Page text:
4. HE DID NOT AUDITION FOR THE ROLE OF GEORGE COSTANZA.

Like any hard-working actor, Buscemi has had his share of failed auditions. His tryout for Alan Parker’s Fame lasted less than 30 seconds. In the late ‘80s, Martin Scorsese brought him in four different times to read for The Last Temptation of Christ. (Buscemi ended up reading every apostle’s part before being turned away.) He also auditioned for the part of Seinfeld’s George Costanza—at least according to numerous sources, including Jason Alexander himself. But it turns out this tidbit—fueled, no doubt, by the thought of a very twitchy, bug-eyed Costanza—isn’t true. On a recent episode of The Tonight Show with Jimmy Fallon, Buscemi addressed the rumor in his typical good-natured way: “I never did [the audition] and I don’t know how to correct it because I don’t know how the Internet works.”

5. TREES LOUNGE WAS BASICALLY HIS LIFE AT 19.

After gaining momentum with roles in Mystery Train, Reservoir Dogs, Barton Fink, and other films, Buscemi took a turn behind the camera with 1996’s Trees Lounge. The movie, which he also wrote, follows a bumbling layabout named Tommy who spends most of his time at the title bar in the town where he grew up. It’s a classic flick for Buscemi fans and, according to the actor, it was pretty much his life as a teenager living on Long Island. “I was truly directionless, living with my parents,” Buscemi said in an interview. “I was driving an ice-cream truck and working at a gas station… The drinking age was 18 then, so I spent every night hanging out with my friends in bars, drinking.”

6. HE IS FULLY AWARE THAT HIS CHARACTERS OFTEN DIE.

Steve Buscemi in 'Fargo' (1996)
Metro-Goldwyn-Mayer Studios Inc.

He’s been shot numerous times, stabbed with an ice pick, riddled with throwing knives, tossed off a balcony, and fed to a wood chipper. Yes, Buscemi’s characters have died a variety of deaths, and the actor isn’t without a sense of humor about the whole matter. He’ll often joke in interviews that he’s living longer and longer as the years go by. Before the 2005 release of The Island, in which the aforementioned balcony-tossing occurs (and into a glass bar no less), Buscemi said he was happy his character lived almost a third of the way through the movie. Buscemi admitted that he will actually read ahead in any script he receives to see when and how he dies.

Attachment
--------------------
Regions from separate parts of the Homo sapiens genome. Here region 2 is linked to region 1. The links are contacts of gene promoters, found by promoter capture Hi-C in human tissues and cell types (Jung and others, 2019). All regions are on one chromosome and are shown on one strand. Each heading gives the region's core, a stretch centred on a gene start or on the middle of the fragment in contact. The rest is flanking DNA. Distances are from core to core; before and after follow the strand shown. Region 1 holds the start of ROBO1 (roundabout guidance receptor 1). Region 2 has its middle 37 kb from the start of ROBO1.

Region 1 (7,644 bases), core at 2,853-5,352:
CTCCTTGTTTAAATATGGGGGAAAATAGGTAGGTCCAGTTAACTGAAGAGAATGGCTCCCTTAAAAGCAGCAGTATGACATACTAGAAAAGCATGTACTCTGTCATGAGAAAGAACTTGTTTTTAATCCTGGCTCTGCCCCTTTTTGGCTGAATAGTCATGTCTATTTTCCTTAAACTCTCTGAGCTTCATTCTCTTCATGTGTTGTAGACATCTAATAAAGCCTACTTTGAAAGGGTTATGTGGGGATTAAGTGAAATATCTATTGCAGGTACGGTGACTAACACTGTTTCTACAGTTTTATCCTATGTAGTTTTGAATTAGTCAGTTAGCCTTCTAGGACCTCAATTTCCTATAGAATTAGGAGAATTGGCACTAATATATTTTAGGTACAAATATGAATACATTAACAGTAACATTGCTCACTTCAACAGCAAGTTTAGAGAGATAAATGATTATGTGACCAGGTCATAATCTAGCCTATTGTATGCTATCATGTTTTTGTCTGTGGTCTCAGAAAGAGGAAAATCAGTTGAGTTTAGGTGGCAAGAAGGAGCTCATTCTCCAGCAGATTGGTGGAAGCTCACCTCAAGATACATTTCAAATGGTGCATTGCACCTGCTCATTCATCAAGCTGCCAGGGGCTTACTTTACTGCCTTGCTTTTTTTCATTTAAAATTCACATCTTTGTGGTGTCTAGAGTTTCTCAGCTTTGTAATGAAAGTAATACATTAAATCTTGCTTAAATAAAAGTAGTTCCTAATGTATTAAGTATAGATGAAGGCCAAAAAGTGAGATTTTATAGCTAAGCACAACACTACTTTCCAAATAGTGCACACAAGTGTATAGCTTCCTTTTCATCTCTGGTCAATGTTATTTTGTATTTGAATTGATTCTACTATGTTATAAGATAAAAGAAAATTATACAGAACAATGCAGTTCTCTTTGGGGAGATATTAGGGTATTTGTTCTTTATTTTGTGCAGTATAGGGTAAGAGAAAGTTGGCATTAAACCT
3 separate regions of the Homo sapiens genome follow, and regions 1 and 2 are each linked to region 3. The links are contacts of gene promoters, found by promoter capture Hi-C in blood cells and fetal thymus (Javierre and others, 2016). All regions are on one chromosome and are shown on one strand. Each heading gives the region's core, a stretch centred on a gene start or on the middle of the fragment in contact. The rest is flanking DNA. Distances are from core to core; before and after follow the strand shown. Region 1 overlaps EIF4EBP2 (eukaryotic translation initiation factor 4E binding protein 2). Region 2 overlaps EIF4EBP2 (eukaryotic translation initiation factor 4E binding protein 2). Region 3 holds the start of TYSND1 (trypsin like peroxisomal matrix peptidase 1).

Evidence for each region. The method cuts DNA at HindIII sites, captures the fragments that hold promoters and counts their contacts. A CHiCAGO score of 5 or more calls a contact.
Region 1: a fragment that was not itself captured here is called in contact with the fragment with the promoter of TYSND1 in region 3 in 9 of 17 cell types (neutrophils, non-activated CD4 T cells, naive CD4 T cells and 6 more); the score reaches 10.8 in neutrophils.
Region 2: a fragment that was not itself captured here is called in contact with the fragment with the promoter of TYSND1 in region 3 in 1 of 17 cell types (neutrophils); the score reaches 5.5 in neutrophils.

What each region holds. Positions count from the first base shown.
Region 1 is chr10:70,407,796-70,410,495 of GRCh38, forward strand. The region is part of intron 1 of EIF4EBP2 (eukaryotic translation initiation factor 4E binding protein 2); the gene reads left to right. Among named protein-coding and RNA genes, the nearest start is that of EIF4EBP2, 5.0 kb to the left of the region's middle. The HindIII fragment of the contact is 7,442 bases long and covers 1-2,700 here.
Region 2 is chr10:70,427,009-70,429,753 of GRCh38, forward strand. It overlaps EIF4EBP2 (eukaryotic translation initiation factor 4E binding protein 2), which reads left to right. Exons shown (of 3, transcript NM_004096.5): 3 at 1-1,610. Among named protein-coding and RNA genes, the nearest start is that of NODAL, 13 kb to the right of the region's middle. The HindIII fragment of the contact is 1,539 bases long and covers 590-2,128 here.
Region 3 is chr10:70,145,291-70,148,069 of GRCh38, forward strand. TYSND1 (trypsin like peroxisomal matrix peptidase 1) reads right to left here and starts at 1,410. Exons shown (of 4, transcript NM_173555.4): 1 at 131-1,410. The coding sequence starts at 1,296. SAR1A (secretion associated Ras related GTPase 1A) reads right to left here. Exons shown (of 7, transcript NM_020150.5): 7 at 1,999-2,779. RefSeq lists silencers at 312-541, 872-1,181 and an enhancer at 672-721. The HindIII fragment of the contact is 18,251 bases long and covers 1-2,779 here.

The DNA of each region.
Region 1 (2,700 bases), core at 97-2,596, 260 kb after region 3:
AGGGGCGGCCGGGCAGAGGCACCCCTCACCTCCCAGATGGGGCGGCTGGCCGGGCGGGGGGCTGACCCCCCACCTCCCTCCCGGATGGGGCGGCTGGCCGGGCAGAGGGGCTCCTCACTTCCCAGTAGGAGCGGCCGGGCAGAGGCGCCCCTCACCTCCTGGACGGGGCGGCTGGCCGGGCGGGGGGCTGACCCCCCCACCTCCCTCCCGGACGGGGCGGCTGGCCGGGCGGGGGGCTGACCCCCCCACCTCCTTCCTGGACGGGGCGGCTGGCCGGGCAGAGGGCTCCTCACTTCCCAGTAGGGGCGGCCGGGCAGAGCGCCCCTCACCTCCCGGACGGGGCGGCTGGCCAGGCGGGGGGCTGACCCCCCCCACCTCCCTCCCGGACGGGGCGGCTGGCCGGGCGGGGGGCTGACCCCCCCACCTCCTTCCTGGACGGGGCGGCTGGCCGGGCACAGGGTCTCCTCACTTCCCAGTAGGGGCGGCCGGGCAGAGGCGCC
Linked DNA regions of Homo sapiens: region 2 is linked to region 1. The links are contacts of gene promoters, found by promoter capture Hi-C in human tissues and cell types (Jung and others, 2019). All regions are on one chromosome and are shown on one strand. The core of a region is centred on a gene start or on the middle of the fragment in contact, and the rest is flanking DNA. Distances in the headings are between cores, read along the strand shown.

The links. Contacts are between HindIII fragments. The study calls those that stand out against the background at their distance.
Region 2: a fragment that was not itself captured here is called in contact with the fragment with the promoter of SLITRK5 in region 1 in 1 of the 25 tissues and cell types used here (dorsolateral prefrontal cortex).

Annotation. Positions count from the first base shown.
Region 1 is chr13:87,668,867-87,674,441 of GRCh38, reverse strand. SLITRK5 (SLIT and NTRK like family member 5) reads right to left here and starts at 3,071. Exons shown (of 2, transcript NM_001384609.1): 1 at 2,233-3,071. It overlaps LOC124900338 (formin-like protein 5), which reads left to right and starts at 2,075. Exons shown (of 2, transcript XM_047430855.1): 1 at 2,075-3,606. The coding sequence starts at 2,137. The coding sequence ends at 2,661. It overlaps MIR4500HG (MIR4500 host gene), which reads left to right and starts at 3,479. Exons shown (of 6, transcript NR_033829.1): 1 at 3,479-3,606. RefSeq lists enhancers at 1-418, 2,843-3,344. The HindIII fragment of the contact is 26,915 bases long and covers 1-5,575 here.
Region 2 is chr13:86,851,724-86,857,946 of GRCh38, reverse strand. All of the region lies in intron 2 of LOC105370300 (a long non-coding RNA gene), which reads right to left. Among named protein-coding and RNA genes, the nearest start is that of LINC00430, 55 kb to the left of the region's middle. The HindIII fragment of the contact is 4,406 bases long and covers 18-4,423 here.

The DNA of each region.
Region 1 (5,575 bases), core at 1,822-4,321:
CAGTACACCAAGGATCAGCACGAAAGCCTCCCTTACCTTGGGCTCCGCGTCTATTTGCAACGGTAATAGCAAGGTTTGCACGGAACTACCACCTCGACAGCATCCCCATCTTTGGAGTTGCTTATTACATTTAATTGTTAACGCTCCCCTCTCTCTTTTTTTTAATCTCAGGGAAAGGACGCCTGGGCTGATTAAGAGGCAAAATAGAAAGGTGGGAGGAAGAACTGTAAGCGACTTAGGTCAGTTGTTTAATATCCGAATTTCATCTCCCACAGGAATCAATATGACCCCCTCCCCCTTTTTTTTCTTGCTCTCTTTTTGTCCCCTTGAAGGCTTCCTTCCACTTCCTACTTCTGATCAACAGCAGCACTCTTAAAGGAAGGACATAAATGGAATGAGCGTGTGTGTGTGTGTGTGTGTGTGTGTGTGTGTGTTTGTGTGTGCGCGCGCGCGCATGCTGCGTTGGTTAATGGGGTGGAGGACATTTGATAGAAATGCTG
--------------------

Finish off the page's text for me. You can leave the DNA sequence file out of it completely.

7. HE HAS A FAVORITE DEATH—AND IT ISN’T FARGO.

For connoisseurs of Buscemi's movie deaths, the demise of Fargo’s Carl Showalter by way of axe then wood chipper is the crème de la crème. But when asked about his own favorite onscreen death, Buscemi references another Coen brothers film: The Big Lebowski. In that movie his character, Donny Kerabatsos, succumbs to a heart attack. It’s a surprise for viewers, and so out-of-the-blue that Buscemi can’t help but be tickled at the randomness of it. “They thought, ‘Well, Buscemi’s in it, so we’ve gotta kill him,'" the actor said in an appearance on The Daily Show.

8. HIS CHARACTER IN CON AIR WAS WRITTEN SPECIFICALLY FOR HIM.

In Con Air, the Jerry Bruckheimer-produced action movie filled with muscled-up prisoners, Buscemi played the most dangerous con of them all. His Garland Greene—a serial killer whose exploits “make the Manson family look like the Partridge family,” according to one character—enters the film strapped to a chair, Hannibal Lecter mask affixed to his face. Screenwriter Scott Rosenberg, a friend of Buscemi’s, wrote the part with him in mind, and was tickled when Buscemi accepted the role. To this day, fans will still serenade the actor with “He’s Got the Whole World in His Hands.”

9. HIS CHARACTER IN DESPERADO IS NAMED AFTER HIM.

Steve Buscemi in Desperado
Columbia Pictures

Although he inevitably dies (courtesy of Danny Trejo’s throwing knives), Buscemi commands the opening of Desperado, Robert Rodriguez’s stylish revenge movie, regaling bar patrons with the story of the title gunslinger, played by Antonio Banderas. Because his character’s name is never mentioned, Rodriguez decided to have some fun and name him "Buscemi" in the credits.

10. HE WON’T FIX HIS TEETH.